Back in June, an estimated 300 to 500 common carp died in Kent Lake in Oakland and Livingston counties. Although the spring viremia of carp virus (SVCV) was originally thought to be the culprit behind the die-off, testing and laboratory analysis failed to detect SVCV.
However, samples from the fish kill showed the presence of koi herpesvirus (KHV), which may have contributed to the fish kill, according to the state Department of Natural Resources (DNR).
KHV is a highly contagious viral disease that can cause significant morbidity and mortality in common carp, which are sometimes selectively bred for the ornamental fish industry, where the carp is known as koi.
First detected in England in 1996, KHV has been found all around the world and was responsible for the large-scale carp die-offs seen in Ontario in 2007 and 2008. Although not previously found in wild fish samples in Michigan, KHV was detected in a private koi pond near Grand Rapids in 2003.
A herpes-type virus, KHV can produce 80 to 100 percent mortality in diseased populations. While it appears to only cause disease and mortalities in common carp and koi, the virus can infect goldfish and crucian carp. The virus does not cause any human health effects. The impact of KHV on native minnow species is currently unknown at this time.
Common disease symptoms include pale and necrotic gills; lethargy; sunken eyes; erratic swimming; a notch in the “nose” of the fish; and patches of discolored skin.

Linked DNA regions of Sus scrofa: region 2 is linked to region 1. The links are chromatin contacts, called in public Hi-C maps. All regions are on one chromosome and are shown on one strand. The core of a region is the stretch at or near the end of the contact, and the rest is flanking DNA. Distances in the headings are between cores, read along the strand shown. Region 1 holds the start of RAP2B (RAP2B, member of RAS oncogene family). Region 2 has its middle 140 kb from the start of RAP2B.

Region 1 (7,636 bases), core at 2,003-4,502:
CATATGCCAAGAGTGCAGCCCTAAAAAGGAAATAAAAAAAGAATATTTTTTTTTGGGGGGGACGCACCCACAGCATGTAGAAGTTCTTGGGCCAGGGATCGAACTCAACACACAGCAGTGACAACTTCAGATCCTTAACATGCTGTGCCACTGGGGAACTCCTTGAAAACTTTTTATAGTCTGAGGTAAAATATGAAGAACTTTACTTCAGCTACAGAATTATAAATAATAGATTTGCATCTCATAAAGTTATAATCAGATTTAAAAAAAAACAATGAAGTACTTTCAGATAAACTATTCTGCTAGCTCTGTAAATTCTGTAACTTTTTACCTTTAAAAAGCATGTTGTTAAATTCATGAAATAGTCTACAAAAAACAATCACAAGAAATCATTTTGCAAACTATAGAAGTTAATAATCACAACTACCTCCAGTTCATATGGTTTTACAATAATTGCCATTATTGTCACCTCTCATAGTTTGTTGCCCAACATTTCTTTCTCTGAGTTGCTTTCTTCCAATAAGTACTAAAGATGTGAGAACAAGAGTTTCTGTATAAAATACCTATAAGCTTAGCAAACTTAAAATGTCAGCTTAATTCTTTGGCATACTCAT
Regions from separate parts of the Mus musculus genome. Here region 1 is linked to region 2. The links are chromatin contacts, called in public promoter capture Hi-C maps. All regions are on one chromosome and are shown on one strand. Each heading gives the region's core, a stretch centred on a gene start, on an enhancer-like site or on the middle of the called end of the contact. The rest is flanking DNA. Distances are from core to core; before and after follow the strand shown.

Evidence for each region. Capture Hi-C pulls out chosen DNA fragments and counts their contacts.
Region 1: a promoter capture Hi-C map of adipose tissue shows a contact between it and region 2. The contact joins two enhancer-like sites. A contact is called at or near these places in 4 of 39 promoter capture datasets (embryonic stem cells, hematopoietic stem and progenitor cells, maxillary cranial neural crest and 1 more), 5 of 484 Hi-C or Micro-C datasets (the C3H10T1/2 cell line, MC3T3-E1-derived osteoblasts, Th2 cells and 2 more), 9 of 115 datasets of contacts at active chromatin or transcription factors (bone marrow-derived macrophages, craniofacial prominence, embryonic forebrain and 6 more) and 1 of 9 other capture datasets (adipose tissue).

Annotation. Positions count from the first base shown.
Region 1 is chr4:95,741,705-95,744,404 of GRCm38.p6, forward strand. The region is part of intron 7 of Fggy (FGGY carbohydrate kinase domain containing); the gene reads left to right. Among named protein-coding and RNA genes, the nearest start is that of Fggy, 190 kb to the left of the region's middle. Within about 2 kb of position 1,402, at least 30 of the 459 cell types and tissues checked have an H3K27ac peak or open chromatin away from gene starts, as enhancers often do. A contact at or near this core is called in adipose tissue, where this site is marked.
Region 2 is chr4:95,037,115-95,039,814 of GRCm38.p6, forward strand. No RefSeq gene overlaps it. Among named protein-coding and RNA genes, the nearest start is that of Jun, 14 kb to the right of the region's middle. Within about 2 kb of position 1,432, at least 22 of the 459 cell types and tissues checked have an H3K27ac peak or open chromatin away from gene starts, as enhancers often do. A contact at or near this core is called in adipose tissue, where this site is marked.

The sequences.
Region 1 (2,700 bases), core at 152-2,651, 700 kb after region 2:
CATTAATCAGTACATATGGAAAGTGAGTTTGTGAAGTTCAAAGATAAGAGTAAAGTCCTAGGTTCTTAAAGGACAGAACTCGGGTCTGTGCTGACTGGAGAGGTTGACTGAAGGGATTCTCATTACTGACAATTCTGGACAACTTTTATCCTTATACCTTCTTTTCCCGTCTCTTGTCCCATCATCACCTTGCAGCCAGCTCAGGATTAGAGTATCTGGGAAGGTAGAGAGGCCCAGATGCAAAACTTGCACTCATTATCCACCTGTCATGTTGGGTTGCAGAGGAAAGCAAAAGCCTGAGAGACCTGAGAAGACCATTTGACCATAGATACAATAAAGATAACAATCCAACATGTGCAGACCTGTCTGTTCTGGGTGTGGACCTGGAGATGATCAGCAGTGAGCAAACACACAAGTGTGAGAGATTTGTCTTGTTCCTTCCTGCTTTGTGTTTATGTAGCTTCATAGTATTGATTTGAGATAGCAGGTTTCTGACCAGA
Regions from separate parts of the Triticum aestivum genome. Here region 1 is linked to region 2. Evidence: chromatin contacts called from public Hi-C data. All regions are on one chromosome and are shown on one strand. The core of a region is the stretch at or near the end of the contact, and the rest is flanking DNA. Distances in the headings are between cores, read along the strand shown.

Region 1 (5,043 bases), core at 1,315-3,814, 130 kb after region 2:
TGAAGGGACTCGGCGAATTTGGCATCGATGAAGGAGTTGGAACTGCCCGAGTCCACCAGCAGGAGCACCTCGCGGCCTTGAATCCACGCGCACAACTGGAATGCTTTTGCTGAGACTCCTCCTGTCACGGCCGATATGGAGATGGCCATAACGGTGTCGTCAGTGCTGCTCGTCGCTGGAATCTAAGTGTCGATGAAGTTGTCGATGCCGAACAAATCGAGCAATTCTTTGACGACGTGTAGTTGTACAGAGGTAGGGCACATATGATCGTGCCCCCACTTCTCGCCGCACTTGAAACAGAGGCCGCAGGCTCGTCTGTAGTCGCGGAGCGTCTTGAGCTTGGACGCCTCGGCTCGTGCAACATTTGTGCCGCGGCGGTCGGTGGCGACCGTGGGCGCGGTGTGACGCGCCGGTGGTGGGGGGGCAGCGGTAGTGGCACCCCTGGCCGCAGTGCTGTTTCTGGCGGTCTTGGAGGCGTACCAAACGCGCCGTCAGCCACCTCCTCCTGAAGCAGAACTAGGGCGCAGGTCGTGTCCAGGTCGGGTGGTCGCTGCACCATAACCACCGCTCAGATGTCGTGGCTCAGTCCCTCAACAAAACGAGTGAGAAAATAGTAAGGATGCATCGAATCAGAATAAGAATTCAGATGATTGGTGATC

Death can happen within one to two days following the onset of symptoms with most fish dying within 6 to 24 days.
“The disease is easy to confuse with other diseases such as viral hemorrhagic septicemia, so laboratory analysis is needed to confirm this disease,” said Gary Whelan, DNR Fish Production Manager. “While there are no treatments for this disease, the DNR is evaluating potential steps to manage it.”
Infections are transmitted via the presence of the virus in the water, in fecal material, and in sediments; it can also be transmitted fish-to-fish.
The disease was likely introduced into Michigan waters by the release or escape of infected ornamental fish.
“This disease outbreak is another example of why the DNR reminds anglers and boaters that they need to drain bilges and live wells upon leaving a boat launch,” said Jim Dexter, Acting Chief of the DNR’s Fisheries Division. “Anglers should clean their boats, disinfect their gear, and not move live fish, to reduce the possibility of any fish diseases being transferred to new locations.”